Since I’m not a fan of the ‘80s nostalgia wave
contaminating conquering screens the world over right now, the latest installment in the Predator franchise — dubbed THE Predator (DUN DUN DUN!!!) — didn’t particularly appeal to me on its chrome face.
Only Shane Black’s involvement piqued my interest (and not because he acted in the original). As one of the foremost writers responsible for popularizing the aforementioned ‘80s sensibilities — thanks to the likes of Lethal Weapon (his first screenplay!) and The Last Boy Scout (technically released in the early ‘90s, but an ‘80s movie through and through), Black seemed a sensible fit to tap into the signature action rompness of Arnold Schwarzenegger’s storied vehicle.
The set-up sounds right (as does the pitch-perfect, on-tone, in-your-face score): a band of renegade ex-grunts, a makeshift unit of misfit toys, hunt the ultimate hunter, along the way dispensing Black’s signature “witty” quips at a moment’s notice…which tend to feel a moment too soon. Black and co-screenwriter Fred Dekker channel the decade’s outsized personalities, all while — true to the 21st century — post-modernly wink-winking at the patent absurdity of its throwback artifice. `
These concessions to the audience to ensure they know that everyone involved here is IN ON THE JOKE holds back the whole enterprise. Black’s direction lacks the pomp and circumstance, flash and verve, corniness, cheesiness, and hamminess (so much food!) that have become genre trademarks of the decade’s enduring legacy. There’s a difference between merely suggesting an ‘80s flashback and a full-on acid flashback. The Predator’s at its best when it leans into the latter’s lunacy.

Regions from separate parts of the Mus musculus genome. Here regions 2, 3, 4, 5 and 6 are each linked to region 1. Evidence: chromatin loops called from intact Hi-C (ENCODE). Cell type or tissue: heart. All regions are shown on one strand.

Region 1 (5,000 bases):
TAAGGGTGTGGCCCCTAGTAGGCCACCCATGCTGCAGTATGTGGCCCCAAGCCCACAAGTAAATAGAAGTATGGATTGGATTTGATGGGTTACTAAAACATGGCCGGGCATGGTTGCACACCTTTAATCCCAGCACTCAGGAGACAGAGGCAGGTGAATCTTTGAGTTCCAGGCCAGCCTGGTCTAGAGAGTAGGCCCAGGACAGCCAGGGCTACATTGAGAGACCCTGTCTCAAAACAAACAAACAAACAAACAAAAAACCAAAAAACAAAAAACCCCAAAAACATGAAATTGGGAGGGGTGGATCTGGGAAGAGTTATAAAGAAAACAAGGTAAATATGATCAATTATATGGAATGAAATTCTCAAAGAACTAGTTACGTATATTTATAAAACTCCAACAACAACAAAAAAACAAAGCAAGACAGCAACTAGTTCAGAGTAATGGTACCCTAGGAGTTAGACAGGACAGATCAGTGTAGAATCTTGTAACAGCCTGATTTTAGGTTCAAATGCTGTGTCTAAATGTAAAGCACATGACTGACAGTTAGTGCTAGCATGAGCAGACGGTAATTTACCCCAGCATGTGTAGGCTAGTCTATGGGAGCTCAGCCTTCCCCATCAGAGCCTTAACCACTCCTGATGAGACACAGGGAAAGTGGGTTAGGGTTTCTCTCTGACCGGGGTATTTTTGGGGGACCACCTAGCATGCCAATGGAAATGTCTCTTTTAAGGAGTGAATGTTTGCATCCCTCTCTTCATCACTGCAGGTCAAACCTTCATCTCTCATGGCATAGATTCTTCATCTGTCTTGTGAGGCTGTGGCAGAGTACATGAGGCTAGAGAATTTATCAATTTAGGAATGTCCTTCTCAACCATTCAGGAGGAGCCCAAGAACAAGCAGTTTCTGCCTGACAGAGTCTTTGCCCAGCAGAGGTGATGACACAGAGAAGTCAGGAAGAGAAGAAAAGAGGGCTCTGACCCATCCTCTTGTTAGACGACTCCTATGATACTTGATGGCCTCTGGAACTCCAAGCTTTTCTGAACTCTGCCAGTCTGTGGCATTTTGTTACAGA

Case in point: the superior second half’s goofy gore for goofy gore’s sake, a staple that — contrary to popular conception — is in short supply nowadays in wide releases, thanks to the prevalence of arbitrary tastefulness; the businessmen-that-be running most major studios must preserve their pervasive, and un-perverse, commerciality.
Yet this sort of corporate meddling is apparent elsewhere. For instance, the narrative backstory is, in short, FUCKING INSANE: Predators descend to Earth to kidnap autistic kids, the most genetically-advanced of the climate-fueled endangered species known as humanity. Unfortunately, this ridiculousness is treated as a mere backdrop; the story instead focuses on only one, fairly ordinary incident within this endlessly-explorable phenomenon.
The whole affair is just too riddled with the 21st century to make for a sufficiently-satisfying return to the ‘80s, almost as if the financiers wanted to avoid locating it so totally in the past, for fear of looking too outdated for today’s swarms of tentpole/franchise/blockbuster-obsessed moviegoers. Too often, The Predator resorts to this type of mindless conformity over basking in the distinctiveness of a complete retro rewind.